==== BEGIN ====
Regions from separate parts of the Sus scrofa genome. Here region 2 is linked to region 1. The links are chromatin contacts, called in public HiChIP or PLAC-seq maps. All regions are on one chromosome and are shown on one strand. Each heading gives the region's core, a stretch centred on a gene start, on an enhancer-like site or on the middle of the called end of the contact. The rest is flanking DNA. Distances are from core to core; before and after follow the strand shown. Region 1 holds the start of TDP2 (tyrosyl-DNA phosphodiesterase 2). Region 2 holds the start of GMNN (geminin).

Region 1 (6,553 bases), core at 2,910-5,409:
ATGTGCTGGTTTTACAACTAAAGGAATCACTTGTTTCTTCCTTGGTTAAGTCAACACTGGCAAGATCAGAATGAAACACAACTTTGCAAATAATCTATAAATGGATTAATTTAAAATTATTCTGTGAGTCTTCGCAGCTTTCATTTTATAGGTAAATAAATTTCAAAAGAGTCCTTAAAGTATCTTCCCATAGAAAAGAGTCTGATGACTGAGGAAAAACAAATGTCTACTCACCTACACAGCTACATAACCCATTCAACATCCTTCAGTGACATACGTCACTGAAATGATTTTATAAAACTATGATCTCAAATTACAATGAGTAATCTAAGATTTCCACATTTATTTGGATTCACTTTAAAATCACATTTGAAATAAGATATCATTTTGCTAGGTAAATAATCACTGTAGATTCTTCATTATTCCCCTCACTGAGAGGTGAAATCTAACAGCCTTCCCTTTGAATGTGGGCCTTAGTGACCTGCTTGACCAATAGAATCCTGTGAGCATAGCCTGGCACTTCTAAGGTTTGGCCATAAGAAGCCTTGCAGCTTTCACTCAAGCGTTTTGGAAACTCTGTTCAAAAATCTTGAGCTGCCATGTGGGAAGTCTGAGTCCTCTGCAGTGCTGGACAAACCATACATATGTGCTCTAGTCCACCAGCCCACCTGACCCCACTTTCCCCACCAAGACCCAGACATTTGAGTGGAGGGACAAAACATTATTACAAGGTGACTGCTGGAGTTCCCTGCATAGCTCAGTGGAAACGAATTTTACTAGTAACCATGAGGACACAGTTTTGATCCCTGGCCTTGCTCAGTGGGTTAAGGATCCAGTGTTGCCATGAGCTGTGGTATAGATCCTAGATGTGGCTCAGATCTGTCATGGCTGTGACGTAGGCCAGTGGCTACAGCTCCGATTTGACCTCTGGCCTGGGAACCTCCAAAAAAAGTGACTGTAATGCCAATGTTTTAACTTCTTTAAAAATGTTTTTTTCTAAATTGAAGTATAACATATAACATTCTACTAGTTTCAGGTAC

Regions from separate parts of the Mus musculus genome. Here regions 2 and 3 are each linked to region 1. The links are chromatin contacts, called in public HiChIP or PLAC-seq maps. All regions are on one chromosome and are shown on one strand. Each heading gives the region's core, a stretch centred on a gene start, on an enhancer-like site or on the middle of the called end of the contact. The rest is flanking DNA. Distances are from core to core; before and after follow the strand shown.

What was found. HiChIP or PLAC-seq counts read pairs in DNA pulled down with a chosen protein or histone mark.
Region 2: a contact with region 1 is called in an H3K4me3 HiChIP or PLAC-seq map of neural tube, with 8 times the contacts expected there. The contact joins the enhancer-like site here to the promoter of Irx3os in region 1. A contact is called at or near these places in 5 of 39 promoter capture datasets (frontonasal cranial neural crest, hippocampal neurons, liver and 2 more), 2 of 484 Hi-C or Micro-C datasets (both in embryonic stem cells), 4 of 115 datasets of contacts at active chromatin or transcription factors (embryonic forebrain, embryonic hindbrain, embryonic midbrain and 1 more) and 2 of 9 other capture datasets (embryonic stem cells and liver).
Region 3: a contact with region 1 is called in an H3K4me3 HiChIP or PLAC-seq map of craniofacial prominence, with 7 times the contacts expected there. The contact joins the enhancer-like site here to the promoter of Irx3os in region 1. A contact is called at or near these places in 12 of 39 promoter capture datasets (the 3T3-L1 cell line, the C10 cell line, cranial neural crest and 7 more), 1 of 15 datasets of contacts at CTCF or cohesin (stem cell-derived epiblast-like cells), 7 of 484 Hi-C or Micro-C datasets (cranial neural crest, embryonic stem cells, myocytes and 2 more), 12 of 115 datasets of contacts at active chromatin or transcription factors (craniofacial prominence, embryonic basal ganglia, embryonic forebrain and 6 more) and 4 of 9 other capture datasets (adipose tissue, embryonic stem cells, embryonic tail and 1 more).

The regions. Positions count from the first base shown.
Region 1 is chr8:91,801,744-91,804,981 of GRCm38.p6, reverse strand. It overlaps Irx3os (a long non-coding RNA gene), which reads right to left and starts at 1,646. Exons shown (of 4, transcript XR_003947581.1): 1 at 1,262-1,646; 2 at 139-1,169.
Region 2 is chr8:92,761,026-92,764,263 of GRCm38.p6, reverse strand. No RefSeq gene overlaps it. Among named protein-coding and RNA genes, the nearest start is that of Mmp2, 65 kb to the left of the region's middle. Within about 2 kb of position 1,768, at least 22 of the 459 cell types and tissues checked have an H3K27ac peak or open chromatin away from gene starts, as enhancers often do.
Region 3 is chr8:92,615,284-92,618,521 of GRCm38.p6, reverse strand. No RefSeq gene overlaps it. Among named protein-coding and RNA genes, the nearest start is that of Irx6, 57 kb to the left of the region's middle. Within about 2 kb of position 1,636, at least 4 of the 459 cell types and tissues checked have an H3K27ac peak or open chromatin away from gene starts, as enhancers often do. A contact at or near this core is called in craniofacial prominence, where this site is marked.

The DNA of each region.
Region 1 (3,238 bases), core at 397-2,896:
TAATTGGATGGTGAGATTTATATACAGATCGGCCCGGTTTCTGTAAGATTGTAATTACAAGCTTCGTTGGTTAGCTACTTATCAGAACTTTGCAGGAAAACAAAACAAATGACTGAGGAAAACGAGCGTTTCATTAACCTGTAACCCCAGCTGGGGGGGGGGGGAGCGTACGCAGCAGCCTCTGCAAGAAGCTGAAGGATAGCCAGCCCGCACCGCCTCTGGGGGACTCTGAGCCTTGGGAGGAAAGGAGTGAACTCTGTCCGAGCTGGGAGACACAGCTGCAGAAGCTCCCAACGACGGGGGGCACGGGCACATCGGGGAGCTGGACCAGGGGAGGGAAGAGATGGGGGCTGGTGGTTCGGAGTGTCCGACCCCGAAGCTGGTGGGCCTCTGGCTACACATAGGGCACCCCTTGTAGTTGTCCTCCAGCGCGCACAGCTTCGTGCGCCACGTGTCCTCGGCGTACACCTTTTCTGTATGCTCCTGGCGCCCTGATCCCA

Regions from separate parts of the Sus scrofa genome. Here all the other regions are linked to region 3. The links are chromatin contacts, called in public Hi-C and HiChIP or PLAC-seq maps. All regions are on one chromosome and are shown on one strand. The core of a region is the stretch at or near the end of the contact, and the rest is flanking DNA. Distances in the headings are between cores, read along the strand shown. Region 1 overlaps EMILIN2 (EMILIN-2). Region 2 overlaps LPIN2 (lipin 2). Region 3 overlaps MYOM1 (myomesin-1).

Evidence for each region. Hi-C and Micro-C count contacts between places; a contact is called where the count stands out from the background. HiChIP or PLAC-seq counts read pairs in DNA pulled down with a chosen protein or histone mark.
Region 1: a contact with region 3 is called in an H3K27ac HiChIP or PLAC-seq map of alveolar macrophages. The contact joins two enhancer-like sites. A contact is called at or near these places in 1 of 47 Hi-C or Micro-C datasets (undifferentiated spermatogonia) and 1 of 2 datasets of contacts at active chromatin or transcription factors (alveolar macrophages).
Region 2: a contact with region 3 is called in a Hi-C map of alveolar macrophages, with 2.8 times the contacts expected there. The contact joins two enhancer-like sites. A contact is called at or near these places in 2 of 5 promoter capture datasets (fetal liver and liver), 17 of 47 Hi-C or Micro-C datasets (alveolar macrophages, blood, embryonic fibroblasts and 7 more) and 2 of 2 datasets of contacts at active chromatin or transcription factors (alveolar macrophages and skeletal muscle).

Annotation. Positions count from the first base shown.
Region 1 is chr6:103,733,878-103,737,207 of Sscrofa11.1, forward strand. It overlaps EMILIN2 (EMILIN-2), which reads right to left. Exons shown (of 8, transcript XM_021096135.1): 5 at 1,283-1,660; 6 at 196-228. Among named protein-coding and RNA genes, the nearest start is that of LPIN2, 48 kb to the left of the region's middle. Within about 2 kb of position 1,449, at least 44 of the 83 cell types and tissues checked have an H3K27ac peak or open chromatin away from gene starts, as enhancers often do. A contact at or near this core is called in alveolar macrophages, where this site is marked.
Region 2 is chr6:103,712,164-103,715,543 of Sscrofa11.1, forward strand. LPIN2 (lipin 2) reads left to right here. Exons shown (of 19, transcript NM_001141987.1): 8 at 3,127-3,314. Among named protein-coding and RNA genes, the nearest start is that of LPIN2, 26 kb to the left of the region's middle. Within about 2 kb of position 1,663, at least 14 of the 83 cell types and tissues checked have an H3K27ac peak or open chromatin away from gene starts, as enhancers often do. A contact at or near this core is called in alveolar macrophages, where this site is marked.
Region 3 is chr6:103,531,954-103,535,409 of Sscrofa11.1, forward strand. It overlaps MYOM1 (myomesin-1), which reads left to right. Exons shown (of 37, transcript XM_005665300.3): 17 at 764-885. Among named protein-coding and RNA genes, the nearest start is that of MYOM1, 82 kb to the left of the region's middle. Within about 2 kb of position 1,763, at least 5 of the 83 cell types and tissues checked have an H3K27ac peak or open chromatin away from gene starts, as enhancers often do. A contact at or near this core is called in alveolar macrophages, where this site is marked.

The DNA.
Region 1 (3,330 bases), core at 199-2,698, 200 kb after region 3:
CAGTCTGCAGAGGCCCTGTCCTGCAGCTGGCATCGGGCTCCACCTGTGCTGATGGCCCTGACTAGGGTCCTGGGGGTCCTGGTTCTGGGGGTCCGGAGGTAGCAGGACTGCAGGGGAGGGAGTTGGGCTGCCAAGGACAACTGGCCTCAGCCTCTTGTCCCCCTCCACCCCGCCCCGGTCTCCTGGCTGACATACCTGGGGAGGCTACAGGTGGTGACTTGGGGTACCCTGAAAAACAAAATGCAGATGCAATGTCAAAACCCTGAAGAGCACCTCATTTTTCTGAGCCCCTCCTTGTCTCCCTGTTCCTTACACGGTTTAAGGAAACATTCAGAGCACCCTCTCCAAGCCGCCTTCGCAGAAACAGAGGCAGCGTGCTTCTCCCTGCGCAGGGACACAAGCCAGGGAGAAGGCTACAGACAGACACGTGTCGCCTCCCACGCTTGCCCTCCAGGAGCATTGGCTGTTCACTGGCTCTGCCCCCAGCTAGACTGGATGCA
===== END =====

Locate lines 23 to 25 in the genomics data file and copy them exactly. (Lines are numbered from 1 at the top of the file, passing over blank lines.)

The DNA.
Region 1 (3,330 bases), core at 199-2,698, 200 kb after region 3:
CAGTCTGCAGAGGCCCTGTCCTGCAGCTGGCATCGGGCTCCACCTGTGCTGATGGCCCTGACTAGGGTCCTGGGGGTCCTGGTTCTGGGGGTCCGGAGGTAGCAGGACTGCAGGGGAGGGAGTTGGGCTGCCAAGGACAACTGGCCTCAGCCTCTTGTCCCCCTCCACCCCGCCCCGGTCTCCTGGCTGACATACCTGGGGAGGCTACAGGTGGTGACTTGGGGTACCCTGAAAAACAAAATGCAGATGCAATGTCAAAACCCTGAAGAGCACCTCATTTTTCTGAGCCCCTCCTTGTCTCCCTGTTCCTTACACGGTTTAAGGAAACATTCAGAGCACCCTCTCCAAGCCGCCTTCGCAGAAACAGAGGCAGCGTGCTTCTCCCTGCGCAGGGACACAAGCCAGGGAGAAGGCTACAGACAGACACGTGTCGCCTCCCACGCTTGCCCTCCAGGAGCATTGGCTGTTCACTGGCTCTGCCCCCAGCTAGACTGGATGCA